The Great Michael, the Great Michael, the Great Michael. Why is it that hardly anyone knows of this galleon? It was state of the art technology back in 1507 when plans were first laid and construction began. This was ordered by Scotland’s successful King James IV. This period of time is often overlooked by many casual history buffs. However, stumbling upon such snippets of information, concerning such a great galleon, is what makes the casual reading of such obscure history a delight.
The Great Michael was a super league ship of the time. She was revolutionary and caused an arms race because all European Monarchs were jealous of the ship. It was not a superpower that had built such a ship. It was Scotland. For a short time, King James IV was leading the way in Naval supremacy.
The up and coming Stewarts of Scotland were investing in the future. King James IV wanted to build the biggest and the best. The ship was a sight to behold when launched in 1511. She had twice the displacement of England’s The Mary Rose. The young and grand King Henry VIII’s pride and joy. In this time England and Scotland were firm and old enemies. England’s ship was launched at the same time of 1511. In many ways, it might have been an arms race. Another ship was built by Henry VIII of England in 1514. He did not want to be outdone by Scotland’s the Great Michael. The ship was known as Henry Grace à Dieu (The Great Harry)
It is strange how the Great Michael faded into obscurity. She would have been about longer than the Mary Rose who had over thirty-three years of service. The English ship fought in conflicts with France and Scotland. She may have faded into obscurity too, like The Great Michael, but for the catastrophic accident that made the galleon capsize during the Battle of the Solent in 1545. Those last few dreadful moment of the ship’s life immortalised the Mary Rose, because the, by now, old King Henry VIII was watching from the shore when this event happened. It was a moment of dreadful sensationalism that bought the gallon immortality in historical memory. Such a thing is right, but I can’t help feeling that this wonderful Scottish galleon does not get the recognition it rightly deserves. I think it is simply that her service and fate were not sensational enough and only a few historians and ship enthusiasts know of her.
The Great Michael was sent by King James IV to ally with the French Navy in 1513. The War of the League of Cambrai was in full swing. France was at war with the Papal States and other European powers began to join sides to honour alliances and treaties. Scotland joined with France, Venice and the Duchy of Ferrara.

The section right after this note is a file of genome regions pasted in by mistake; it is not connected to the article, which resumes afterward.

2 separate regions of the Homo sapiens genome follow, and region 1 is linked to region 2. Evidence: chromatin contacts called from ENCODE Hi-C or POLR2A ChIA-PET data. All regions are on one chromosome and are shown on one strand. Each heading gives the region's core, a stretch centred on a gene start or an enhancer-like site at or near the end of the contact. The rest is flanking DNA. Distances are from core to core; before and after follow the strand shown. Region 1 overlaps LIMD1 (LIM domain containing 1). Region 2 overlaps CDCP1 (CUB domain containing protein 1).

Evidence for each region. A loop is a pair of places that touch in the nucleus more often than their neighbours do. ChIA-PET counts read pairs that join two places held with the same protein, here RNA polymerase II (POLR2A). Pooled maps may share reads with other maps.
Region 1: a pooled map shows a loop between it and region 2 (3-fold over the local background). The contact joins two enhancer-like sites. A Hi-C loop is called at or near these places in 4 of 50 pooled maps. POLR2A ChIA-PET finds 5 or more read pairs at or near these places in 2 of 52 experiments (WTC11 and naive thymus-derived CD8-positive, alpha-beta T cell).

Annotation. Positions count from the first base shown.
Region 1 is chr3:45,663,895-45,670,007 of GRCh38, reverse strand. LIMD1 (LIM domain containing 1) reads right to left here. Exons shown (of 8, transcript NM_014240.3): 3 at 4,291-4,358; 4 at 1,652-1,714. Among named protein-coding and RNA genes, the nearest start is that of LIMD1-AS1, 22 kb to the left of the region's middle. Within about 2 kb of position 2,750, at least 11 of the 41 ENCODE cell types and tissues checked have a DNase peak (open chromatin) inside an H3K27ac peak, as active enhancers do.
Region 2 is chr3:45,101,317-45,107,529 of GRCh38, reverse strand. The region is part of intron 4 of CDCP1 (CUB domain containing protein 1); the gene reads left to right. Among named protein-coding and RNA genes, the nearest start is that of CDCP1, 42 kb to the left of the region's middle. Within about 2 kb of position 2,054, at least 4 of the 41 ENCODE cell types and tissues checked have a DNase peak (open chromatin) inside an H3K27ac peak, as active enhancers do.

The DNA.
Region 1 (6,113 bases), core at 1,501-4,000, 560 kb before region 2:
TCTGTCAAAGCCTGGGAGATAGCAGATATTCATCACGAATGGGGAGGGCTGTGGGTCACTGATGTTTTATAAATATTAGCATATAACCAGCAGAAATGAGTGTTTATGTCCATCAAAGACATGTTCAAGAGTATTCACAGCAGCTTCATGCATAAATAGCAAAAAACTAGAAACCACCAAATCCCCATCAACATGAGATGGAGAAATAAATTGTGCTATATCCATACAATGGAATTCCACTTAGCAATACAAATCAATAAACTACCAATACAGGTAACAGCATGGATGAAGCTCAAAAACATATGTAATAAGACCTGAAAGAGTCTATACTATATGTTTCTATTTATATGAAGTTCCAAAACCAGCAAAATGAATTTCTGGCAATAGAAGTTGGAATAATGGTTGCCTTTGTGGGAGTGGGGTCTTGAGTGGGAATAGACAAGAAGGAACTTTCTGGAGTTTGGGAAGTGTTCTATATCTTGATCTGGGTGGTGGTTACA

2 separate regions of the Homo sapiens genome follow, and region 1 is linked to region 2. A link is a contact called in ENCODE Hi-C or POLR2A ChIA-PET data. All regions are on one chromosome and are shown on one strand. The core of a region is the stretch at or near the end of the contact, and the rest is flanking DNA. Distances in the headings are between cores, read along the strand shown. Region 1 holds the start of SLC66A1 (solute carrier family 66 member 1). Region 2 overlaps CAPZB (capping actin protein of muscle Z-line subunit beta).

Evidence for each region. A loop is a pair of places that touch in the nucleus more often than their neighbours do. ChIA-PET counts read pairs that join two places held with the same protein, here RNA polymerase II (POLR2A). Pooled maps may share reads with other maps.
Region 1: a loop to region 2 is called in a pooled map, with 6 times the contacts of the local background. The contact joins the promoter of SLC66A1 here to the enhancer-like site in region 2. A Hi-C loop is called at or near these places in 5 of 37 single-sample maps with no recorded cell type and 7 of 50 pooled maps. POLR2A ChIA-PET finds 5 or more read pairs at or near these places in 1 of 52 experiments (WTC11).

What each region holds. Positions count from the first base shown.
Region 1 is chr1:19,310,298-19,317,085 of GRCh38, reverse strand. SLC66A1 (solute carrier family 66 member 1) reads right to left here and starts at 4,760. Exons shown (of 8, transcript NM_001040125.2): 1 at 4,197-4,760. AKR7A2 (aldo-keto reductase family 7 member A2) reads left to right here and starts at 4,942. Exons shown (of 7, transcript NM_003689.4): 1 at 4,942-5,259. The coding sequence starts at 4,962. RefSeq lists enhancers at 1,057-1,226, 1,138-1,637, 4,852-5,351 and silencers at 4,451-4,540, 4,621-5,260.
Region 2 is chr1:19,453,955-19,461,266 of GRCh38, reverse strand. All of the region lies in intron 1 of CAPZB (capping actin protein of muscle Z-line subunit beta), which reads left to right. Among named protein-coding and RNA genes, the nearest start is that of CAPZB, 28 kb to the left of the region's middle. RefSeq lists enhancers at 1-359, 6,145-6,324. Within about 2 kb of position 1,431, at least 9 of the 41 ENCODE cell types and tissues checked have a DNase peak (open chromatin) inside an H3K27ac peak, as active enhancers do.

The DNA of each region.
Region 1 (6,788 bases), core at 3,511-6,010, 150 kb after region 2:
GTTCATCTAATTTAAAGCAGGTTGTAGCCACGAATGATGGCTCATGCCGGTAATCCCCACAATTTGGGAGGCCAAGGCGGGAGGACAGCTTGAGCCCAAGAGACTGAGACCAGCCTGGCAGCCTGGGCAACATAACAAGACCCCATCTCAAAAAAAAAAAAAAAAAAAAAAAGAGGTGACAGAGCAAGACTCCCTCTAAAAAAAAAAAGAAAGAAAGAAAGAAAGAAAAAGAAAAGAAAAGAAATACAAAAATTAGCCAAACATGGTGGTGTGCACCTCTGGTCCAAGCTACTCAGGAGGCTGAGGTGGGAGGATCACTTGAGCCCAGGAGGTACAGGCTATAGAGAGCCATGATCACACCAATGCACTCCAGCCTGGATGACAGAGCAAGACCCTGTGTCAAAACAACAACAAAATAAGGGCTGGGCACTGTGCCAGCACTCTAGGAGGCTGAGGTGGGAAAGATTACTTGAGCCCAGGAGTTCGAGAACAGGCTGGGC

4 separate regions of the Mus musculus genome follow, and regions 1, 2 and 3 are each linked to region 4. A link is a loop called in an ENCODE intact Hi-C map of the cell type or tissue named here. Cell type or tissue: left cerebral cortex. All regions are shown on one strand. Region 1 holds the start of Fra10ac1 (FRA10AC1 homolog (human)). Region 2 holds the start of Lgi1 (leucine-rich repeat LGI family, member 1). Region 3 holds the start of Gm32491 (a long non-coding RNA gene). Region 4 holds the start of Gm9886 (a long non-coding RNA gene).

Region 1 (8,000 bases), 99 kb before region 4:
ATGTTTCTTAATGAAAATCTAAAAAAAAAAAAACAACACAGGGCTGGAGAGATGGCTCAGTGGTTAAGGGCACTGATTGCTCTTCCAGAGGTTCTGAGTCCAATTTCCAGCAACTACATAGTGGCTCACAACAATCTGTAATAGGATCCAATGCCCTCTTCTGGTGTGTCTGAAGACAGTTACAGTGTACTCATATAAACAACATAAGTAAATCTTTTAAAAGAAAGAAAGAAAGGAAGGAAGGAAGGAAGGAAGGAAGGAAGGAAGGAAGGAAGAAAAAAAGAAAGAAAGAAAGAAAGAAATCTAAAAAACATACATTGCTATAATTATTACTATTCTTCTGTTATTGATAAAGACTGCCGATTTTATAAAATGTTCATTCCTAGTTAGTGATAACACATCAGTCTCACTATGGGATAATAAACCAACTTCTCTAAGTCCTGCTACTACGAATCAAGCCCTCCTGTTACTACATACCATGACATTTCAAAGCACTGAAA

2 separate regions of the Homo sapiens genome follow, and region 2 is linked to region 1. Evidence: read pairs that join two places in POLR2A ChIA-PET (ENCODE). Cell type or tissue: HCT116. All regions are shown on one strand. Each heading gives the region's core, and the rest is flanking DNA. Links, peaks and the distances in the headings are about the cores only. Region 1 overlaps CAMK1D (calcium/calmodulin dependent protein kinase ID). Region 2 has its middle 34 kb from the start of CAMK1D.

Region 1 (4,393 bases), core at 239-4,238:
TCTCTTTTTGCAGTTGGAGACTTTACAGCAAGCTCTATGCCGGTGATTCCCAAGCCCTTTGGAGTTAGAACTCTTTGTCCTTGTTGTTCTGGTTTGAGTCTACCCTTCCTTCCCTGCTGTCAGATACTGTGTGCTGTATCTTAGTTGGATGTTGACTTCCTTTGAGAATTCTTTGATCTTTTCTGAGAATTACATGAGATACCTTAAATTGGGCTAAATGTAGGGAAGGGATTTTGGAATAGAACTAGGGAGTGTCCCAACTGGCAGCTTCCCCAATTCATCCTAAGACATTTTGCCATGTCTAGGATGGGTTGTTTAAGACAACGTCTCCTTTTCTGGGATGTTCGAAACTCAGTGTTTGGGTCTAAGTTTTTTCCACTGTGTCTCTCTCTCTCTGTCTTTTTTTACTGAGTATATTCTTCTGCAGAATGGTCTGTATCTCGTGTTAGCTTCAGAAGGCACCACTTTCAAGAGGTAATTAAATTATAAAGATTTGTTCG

England joined with the Papal States, Spain, the Holy Roman Empire, the Duchy of Milan and the Swiss Mercenaries. Young King Henry VIII of England went to France and fought with the Holy Roman Empire while Scotland led an ill-fated invasion of England which was under regency control of Queen Catherine of Aragon.
The Great Michael had been hired by the French King Louis XII along with two other Scottish galleons. The Margaret and the James. The great galleons were very expensive to run and the loan to an old ally was a sure way of running the fine ships from another richer nation’s purse. The grand ship would never return to Scotland because King James IV was killed fighting at the Battle of Flodden. Also, the cream of Scotland’s nobility fell at the furious battle too.
Scotland’s financial situation had become desperate overnight. The late James IV left his kingdom in the hands of his baby son and Queen Mary Tudor (Elder sister of English King Henry VIII.) She had to be regent with help of the remaining Scottish nobility while the infant king grew up. The Great Michael was sold to the French Navy in the following year of 1514 for a pittance of what the galleon was worth.
She was renamed the Great Nave of Scotland and some say she was left in ports and hardly ever put to sea. There were rumours that The Great Michael (Great Nave of Scotland) took part in the Battle of the Solent thirty-one years after being sold to France. This is feasible, but there is no concrete proof that the ship was with the French fleet. She would still have been a formidable vessel thirty years later and I can’t see why such a galleon would not have been used in the French fleet. If she was, no one knows what became of her in later years. There are no records to date about the Great Michael's fate – Scotland’s wonderful galleon of the seas.